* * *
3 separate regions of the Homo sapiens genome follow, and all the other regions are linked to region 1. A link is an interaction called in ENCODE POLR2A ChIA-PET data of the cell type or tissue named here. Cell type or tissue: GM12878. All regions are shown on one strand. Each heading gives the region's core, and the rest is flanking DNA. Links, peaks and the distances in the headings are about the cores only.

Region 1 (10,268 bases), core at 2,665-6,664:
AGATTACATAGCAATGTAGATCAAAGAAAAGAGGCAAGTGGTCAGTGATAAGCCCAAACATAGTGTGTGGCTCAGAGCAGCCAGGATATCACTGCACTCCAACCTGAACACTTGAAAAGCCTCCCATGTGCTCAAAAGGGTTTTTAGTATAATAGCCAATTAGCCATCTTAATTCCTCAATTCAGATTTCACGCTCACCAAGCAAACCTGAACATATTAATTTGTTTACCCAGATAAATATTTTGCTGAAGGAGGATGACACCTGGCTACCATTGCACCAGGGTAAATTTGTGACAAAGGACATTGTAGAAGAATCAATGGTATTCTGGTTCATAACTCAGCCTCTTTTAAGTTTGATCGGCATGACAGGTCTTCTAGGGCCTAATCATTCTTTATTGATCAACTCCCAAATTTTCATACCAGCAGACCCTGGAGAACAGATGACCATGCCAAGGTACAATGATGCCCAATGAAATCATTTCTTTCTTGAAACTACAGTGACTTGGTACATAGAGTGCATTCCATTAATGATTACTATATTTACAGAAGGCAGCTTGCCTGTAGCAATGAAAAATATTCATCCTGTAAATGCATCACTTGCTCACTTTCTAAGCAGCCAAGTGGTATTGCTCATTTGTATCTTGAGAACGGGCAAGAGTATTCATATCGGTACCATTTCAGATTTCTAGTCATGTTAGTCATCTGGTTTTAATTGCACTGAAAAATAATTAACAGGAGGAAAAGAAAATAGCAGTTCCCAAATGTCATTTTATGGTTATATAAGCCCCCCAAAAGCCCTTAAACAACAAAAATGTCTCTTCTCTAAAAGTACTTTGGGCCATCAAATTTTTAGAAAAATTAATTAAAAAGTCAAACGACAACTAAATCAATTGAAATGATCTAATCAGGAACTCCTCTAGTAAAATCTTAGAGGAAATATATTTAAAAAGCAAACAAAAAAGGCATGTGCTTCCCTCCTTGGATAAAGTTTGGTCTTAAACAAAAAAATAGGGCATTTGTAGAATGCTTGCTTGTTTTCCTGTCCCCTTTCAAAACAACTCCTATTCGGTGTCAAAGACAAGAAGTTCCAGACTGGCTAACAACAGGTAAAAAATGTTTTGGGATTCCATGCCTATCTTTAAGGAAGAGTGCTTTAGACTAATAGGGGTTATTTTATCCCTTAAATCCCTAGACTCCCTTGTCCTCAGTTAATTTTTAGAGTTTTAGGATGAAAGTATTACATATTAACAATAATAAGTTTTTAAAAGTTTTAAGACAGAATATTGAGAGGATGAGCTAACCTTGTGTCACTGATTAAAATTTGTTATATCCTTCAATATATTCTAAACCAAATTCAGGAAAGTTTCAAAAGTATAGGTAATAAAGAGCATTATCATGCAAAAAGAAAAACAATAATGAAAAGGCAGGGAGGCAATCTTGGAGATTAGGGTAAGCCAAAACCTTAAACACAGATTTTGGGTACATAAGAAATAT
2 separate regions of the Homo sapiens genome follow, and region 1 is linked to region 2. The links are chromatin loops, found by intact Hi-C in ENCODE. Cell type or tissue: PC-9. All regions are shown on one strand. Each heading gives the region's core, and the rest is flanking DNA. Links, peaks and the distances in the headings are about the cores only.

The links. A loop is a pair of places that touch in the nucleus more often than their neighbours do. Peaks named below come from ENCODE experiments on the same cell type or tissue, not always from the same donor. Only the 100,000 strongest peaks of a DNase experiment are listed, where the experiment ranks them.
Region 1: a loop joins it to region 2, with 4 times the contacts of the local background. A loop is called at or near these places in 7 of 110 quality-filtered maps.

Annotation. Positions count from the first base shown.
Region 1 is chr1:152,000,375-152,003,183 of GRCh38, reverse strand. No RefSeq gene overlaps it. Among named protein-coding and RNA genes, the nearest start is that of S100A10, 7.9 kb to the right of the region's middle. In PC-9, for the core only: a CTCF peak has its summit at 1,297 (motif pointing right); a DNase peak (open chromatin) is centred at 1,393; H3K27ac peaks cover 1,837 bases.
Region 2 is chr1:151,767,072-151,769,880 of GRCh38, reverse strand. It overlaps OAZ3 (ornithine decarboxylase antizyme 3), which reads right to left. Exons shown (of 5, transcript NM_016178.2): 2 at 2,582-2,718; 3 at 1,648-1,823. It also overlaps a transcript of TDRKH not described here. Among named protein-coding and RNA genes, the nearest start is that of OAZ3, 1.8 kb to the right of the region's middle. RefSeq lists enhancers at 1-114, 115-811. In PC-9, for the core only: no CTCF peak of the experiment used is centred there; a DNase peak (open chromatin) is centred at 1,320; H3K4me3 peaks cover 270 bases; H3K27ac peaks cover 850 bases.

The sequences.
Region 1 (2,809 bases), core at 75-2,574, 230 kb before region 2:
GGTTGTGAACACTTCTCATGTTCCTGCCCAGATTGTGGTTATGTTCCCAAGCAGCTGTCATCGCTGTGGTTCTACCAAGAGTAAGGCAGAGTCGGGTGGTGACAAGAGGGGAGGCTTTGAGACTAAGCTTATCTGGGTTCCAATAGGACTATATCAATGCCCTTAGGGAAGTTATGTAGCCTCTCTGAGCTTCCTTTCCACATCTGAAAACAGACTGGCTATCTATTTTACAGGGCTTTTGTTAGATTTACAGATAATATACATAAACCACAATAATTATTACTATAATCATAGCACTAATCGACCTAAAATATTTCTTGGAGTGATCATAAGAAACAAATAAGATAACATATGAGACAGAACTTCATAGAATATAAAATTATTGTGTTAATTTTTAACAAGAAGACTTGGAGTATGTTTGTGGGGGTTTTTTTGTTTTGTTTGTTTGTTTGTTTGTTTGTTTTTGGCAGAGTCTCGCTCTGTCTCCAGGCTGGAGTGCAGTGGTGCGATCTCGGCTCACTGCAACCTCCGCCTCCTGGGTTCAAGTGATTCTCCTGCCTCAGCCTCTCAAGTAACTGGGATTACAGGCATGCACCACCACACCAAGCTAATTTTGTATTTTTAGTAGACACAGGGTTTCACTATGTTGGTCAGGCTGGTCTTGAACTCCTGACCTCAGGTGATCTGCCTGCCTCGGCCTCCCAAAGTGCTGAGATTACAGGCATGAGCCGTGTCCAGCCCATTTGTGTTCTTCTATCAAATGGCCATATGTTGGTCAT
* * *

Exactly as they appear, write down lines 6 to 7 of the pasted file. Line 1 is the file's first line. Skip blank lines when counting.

Region 1: a loop joins it to region 2, with 4 times the contacts of the local background. A loop is called at or near these places in 7 of 110 quality-filtered maps.

Annotation. Positions count from the first base shown.